Thank you, Marc! Let me be sure I understand. The solo players (the wind and brass players in our imagined orchestral score example) remain and each of those layouts become the solo player parts. But these “players” in the setup will not be in the full score. I instead create full-score staves from the solo ones and these new staves are checked as shown for the score (and I don’t make parts from these).

These new full-score staves I take it get added in the left panel of the Layout. Should these be “solo” or “section” players I’m adding? Do I add as many as I anticipate needing along the way—for example one “Flute 1, 2” plus one each “Flute 1” and “Flute 2”—or just one? If one, how do I choose say 90 measures into a piece to show a second flute staff for series of measures while it’s needed, and then how do I take it away when no longer needed? (Less important, do I just delete the layouts of these new score-purpose “players” in the right panel?)

Finalshed,

can you get a Version 3 trial and test it on your MacBook Pro?
Even if it does say it will not run on that machine, may be it will after all…

I ran the full version 2 trial almost exactly when 3 first launched. I spoke with Dorico and explained my situation and I technically bought 3 on cross-grade from Finale, but am actually running 2 (I guess that’s how they wanted to go about licensing me). I’m frankly rather leery of putting software of a questionable match on this ol’ betsy, could cause more problems than it’s worth. Am I wrong to think that?

Might have just found the answer to one of the implications of my follow up questions to Marc.

From the online 2.2.20 help, Edit Instrument Names dialog:
“Editing” Allows you to switch between editing the Singular names and Plural names of the selected instrument. Singular Names is used when staff labels are shown by default, Plural Names is used when the staff contains multiple players.

So for instance, using short names here: singular name Hn. I, plural name Hn. I, II; singular name Hn. III, plural name Hn. III, IV.

Dear Finalished,
As far as I know, this singular/plural option is not active yet, it should solve issues in labelling stuff but is not relevant here.
As you’ve guessed, you create solo players that will hold the condensed instruments for the full score. You probably won’t need their associated part layout, so you might as well delete it. I would keep them at the bottom of the pile.
I must say I don’t understand your licensing issues. If you’ve bought Dorico pro when version 3 was out (or somewhere in the grace period) you should own a Dorico 3 license.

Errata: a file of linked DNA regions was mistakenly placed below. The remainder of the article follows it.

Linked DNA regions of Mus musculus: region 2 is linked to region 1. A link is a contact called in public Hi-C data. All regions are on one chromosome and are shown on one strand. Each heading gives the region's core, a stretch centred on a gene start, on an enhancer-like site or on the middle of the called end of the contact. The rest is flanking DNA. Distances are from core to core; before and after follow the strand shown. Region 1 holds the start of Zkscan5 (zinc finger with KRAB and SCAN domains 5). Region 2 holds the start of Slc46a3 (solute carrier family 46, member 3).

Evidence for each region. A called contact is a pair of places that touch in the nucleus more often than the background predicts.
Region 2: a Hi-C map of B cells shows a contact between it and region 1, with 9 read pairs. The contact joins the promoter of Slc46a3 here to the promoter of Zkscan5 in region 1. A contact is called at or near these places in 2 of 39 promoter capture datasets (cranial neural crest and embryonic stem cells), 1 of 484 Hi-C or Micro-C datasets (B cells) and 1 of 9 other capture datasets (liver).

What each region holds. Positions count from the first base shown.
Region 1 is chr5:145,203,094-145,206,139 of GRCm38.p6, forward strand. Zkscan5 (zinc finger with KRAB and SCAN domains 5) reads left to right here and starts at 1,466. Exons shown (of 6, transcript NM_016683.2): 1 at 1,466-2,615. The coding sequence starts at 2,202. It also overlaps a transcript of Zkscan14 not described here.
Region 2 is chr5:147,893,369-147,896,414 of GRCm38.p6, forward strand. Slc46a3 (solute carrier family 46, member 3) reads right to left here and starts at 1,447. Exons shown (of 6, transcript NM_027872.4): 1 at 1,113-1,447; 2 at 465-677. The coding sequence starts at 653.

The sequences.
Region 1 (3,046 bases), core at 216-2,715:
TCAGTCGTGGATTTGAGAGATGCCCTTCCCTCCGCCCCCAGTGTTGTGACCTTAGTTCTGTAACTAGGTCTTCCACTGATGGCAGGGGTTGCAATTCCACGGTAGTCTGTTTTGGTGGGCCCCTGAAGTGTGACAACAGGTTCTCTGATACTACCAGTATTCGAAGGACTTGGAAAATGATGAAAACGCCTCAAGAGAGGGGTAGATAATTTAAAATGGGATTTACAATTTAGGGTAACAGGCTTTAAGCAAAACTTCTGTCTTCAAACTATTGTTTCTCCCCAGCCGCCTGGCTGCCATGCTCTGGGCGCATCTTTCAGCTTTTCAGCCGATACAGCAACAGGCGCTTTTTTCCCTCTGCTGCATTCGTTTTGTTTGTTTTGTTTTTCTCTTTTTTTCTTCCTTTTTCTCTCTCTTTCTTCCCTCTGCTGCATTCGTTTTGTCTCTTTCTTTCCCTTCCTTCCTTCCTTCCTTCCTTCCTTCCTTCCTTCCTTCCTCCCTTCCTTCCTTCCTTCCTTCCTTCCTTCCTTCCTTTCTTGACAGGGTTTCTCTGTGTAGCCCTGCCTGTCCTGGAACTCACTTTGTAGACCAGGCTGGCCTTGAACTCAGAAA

Dear Marc,

You’re very kind. My worry with running 3 is really with running it on the computer at all and possibly causing problems for the computer/OS, causing crashes etc. D2 works, some actions slowly (especially in this big score) but that’s just this computer.

One other question area of mine remains unanswered, if I may rephrase it. Do I add as many of these new score-purpose solo players as I anticipate needing along the way—for example one “Flute 1, 2” plus one each for “Flute 1” and “Flute 2” because they will show up at times as separate—or just do I just add one regardless?

If only one is recommended, then how do I manage it those times when two are actually needed? Say for example measures 90-110 I have to show “Flute 1” and “Flute 2” staves because they are very different for that period, then return at measure 111 (let’s say 111 is also a new system but not a page turn) to having just one “Flute 1, 2” staff? How will I add that periodic extra staff and then take it away. Looking at the score for other problems, there are three trombones and though usually “Trombone 1, 2” can be together and “3” alone, there are pages in the score where each of the three will just have to have their own staves and there is just no way notationally around it.

(I hope these questions also help others in the same position; I can’t be the only one.)

Dan Kreider wrote a really helpful post on how to manually condense in Dorico 2, here.

You might try installing Dorico 3. It doesn’t overwrite Dorico 2; it runs as a separate application, so there’s no harm in trying. Also, with the exception of automatic condensing (which is really computationally hungry), Dorico 3 is better optimised than Dorico 2 - you may actually find that the actions that run slowly in Dorico 2 run more quickly in Dorico 3.

You do it the hard way. For the trombones you probably need to define separate staves for Tr 1, Tr 2, Tr3, Tr 1+2, Tr 2+3, and Tr 1+2+3.

Then, you have to decide how to split up the music on each system. Finally, “hide empty staves” will clean up the score.

That’s as good as it gets in Sibelius, Finale, or Dorico before version 3.

Expect creating a large condensed score by hand to take weeks, not minutes. Just be thankful you don’t have a score like “The Rite of Spring” where the violins are divided every which way up to about “div a6”!

In real life, people often just used to produce uncondensed scores with a smaller staff size.

Even if condensing runs very slowly on your PC, it’s probably going to be quicker than doing it manually.

In response to the last two posts: gulp… wow.

Will check out Dan Kreider’s post now, and look into the possibility of D3 later.